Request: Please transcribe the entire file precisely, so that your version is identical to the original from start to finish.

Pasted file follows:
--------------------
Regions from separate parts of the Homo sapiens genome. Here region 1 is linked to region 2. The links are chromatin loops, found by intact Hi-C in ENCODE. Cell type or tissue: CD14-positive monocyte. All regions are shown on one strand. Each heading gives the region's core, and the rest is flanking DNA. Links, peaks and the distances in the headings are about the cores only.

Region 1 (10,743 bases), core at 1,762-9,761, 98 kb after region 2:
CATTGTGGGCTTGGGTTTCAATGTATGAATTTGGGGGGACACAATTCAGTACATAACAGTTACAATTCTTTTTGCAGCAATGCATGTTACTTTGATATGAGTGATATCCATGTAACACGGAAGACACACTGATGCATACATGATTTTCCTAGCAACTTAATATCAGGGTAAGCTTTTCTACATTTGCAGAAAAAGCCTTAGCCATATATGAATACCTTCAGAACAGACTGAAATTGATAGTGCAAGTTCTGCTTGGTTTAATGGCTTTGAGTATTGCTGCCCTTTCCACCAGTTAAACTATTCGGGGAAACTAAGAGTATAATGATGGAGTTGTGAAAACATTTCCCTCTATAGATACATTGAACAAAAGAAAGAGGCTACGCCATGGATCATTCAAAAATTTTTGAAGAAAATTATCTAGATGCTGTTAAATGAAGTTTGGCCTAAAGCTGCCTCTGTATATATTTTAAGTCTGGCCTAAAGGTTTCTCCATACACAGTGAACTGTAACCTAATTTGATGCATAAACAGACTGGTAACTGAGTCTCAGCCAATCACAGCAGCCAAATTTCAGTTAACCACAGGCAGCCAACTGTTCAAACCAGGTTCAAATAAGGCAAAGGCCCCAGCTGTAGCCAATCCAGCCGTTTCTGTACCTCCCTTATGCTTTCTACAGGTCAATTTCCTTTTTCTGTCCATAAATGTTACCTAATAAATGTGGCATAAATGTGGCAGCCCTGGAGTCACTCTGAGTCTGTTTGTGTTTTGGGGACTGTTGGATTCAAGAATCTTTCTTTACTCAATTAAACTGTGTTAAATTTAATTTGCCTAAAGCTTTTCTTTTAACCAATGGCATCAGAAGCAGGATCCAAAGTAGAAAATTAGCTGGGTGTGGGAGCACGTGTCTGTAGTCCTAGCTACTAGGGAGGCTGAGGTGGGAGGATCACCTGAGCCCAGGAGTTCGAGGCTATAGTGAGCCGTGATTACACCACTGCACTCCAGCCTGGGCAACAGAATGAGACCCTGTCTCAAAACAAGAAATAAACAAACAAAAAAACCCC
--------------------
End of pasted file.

Regions from separate parts of the Homo sapiens genome. Here region 1 is linked to region 2. The links are chromatin loops, found by intact Hi-C in ENCODE. Cell type or tissue: CD14-positive monocyte. All regions are shown on one strand. Each heading gives the region's core, and the rest is flanking DNA. Links, peaks and the distances in the headings are about the cores only.

Region 1 (10,743 bases), core at 1,762-9,761, 98 kb after region 2:
CATTGTGGGCTTGGGTTTCAATGTATGAATTTGGGGGGACACAATTCAGTACATAACAGTTACAATTCTTTTTGCAGCAATGCATGTTACTTTGATATGAGTGATATCCATGTAACACGGAAGACACACTGATGCATACATGATTTTCCTAGCAACTTAATATCAGGGTAAGCTTTTCTACATTTGCAGAAAAAGCCTTAGCCATATATGAATACCTTCAGAACAGACTGAAATTGATAGTGCAAGTTCTGCTTGGTTTAATGGCTTTGAGTATTGCTGCCCTTTCCACCAGTTAAACTATTCGGGGAAACTAAGAGTATAATGATGGAGTTGTGAAAACATTTCCCTCTATAGATACATTGAACAAAAGAAAGAGGCTACGCCATGGATCATTCAAAAATTTTTGAAGAAAATTATCTAGATGCTGTTAAATGAAGTTTGGCCTAAAGCTGCCTCTGTATATATTTTAAGTCTGGCCTAAAGGTTTCTCCATACACAGTGAACTGTAACCTAATTTGATGCATAAACAGACTGGTAACTGAGTCTCAGCCAATCACAGCAGCCAAATTTCAGTTAACCACAGGCAGCCAACTGTTCAAACCAGGTTCAAATAAGGCAAAGGCCCCAGCTGTAGCCAATCCAGCCGTTTCTGTACCTCCCTTATGCTTTCTACAGGTCAATTTCCTTTTTCTGTCCATAAATGTTACCTAATAAATGTGGCATAAATGTGGCAGCCCTGGAGTCACTCTGAGTCTGTTTGTGTTTTGGGGACTGTTGGATTCAAGAATCTTTCTTTACTCAATTAAACTGTGTTAAATTTAATTTGCCTAAAGCTTTTCTTTTAACCAATGGCATCAGAAGCAGGATCCAAAGTAGAAAATTAGCTGGGTGTGGGAGCACGTGTCTGTAGTCCTAGCTACTAGGGAGGCTGAGGTGGGAGGATCACCTGAGCCCAGGAGTTCGAGGCTATAGTGAGCCGTGATTACACCACTGCACTCCAGCCTGGGCAACAGAATGAGACCCTGTCTCAAAACAAGAAATAAACAAACAAAAAAACCCC